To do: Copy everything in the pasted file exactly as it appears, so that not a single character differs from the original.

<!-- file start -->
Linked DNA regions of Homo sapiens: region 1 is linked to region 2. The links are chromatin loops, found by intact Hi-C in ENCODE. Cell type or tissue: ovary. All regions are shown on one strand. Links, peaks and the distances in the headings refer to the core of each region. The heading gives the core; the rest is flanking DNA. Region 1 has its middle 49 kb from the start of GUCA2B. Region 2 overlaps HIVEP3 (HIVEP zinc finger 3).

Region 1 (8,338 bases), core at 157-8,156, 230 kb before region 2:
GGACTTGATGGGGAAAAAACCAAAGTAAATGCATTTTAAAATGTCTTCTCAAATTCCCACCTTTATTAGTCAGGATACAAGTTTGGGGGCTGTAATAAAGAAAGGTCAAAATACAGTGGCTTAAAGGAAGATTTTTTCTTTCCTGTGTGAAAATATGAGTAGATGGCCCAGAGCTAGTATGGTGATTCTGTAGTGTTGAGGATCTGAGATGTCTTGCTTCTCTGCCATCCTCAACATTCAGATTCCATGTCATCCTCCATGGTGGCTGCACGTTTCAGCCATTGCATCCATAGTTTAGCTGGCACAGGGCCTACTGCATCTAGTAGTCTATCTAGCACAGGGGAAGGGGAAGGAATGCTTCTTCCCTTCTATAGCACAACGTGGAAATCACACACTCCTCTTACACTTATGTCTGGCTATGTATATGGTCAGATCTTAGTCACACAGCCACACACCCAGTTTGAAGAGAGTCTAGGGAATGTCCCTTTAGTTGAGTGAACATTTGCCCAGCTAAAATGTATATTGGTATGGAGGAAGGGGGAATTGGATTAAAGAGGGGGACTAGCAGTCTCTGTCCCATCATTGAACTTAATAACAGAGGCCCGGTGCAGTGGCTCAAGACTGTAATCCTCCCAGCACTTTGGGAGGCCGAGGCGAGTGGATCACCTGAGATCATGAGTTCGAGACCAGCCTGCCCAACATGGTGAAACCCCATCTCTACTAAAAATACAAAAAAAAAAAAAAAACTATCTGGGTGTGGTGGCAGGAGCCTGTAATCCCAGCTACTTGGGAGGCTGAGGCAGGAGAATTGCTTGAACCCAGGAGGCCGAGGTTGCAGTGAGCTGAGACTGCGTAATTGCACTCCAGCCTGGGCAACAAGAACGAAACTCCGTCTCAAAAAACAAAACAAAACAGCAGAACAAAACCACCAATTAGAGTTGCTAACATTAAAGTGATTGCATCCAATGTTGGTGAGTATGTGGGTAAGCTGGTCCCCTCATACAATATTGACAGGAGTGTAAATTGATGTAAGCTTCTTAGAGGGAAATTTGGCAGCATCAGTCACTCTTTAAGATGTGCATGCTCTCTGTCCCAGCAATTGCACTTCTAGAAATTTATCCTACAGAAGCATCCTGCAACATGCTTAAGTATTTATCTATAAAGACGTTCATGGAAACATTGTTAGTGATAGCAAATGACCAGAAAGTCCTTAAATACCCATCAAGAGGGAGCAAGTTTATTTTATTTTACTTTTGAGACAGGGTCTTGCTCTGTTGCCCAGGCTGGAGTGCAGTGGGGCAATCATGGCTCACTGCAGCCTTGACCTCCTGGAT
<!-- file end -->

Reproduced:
Linked DNA regions of Homo sapiens: region 1 is linked to region 2. The links are chromatin loops, found by intact Hi-C in ENCODE. Cell type or tissue: ovary. All regions are shown on one strand. Links, peaks and the distances in the headings refer to the core of each region. The heading gives the core; the rest is flanking DNA. Region 1 has its middle 49 kb from the start of GUCA2B. Region 2 overlaps HIVEP3 (HIVEP zinc finger 3).

Region 1 (8,338 bases), core at 157-8,156, 230 kb before region 2:
GGACTTGATGGGGAAAAAACCAAAGTAAATGCATTTTAAAATGTCTTCTCAAATTCCCACCTTTATTAGTCAGGATACAAGTTTGGGGGCTGTAATAAAGAAAGGTCAAAATACAGTGGCTTAAAGGAAGATTTTTTCTTTCCTGTGTGAAAATATGAGTAGATGGCCCAGAGCTAGTATGGTGATTCTGTAGTGTTGAGGATCTGAGATGTCTTGCTTCTCTGCCATCCTCAACATTCAGATTCCATGTCATCCTCCATGGTGGCTGCACGTTTCAGCCATTGCATCCATAGTTTAGCTGGCACAGGGCCTACTGCATCTAGTAGTCTATCTAGCACAGGGGAAGGGGAAGGAATGCTTCTTCCCTTCTATAGCACAACGTGGAAATCACACACTCCTCTTACACTTATGTCTGGCTATGTATATGGTCAGATCTTAGTCACACAGCCACACACCCAGTTTGAAGAGAGTCTAGGGAATGTCCCTTTAGTTGAGTGAACATTTGCCCAGCTAAAATGTATATTGGTATGGAGGAAGGGGGAATTGGATTAAAGAGGGGGACTAGCAGTCTCTGTCCCATCATTGAACTTAATAACAGAGGCCCGGTGCAGTGGCTCAAGACTGTAATCCTCCCAGCACTTTGGGAGGCCGAGGCGAGTGGATCACCTGAGATCATGAGTTCGAGACCAGCCTGCCCAACATGGTGAAACCCCATCTCTACTAAAAATACAAAAAAAAAAAAAAAACTATCTGGGTGTGGTGGCAGGAGCCTGTAATCCCAGCTACTTGGGAGGCTGAGGCAGGAGAATTGCTTGAACCCAGGAGGCCGAGGTTGCAGTGAGCTGAGACTGCGTAATTGCACTCCAGCCTGGGCAACAAGAACGAAACTCCGTCTCAAAAAACAAAACAAAACAGCAGAACAAAACCACCAATTAGAGTTGCTAACATTAAAGTGATTGCATCCAATGTTGGTGAGTATGTGGGTAAGCTGGTCCCCTCATACAATATTGACAGGAGTGTAAATTGATGTAAGCTTCTTAGAGGGAAATTTGGCAGCATCAGTCACTCTTTAAGATGTGCATGCTCTCTGTCCCAGCAATTGCACTTCTAGAAATTTATCCTACAGAAGCATCCTGCAACATGCTTAAGTATTTATCTATAAAGACGTTCATGGAAACATTGTTAGTGATAGCAAATGACCAGAAAGTCCTTAAATACCCATCAAGAGGGAGCAAGTTTATTTTATTTTACTTTTGAGACAGGGTCTTGCTCTGTTGCCCAGGCTGGAGTGCAGTGGGGCAATCATGGCTCACTGCAGCCTTGACCTCCTGGAT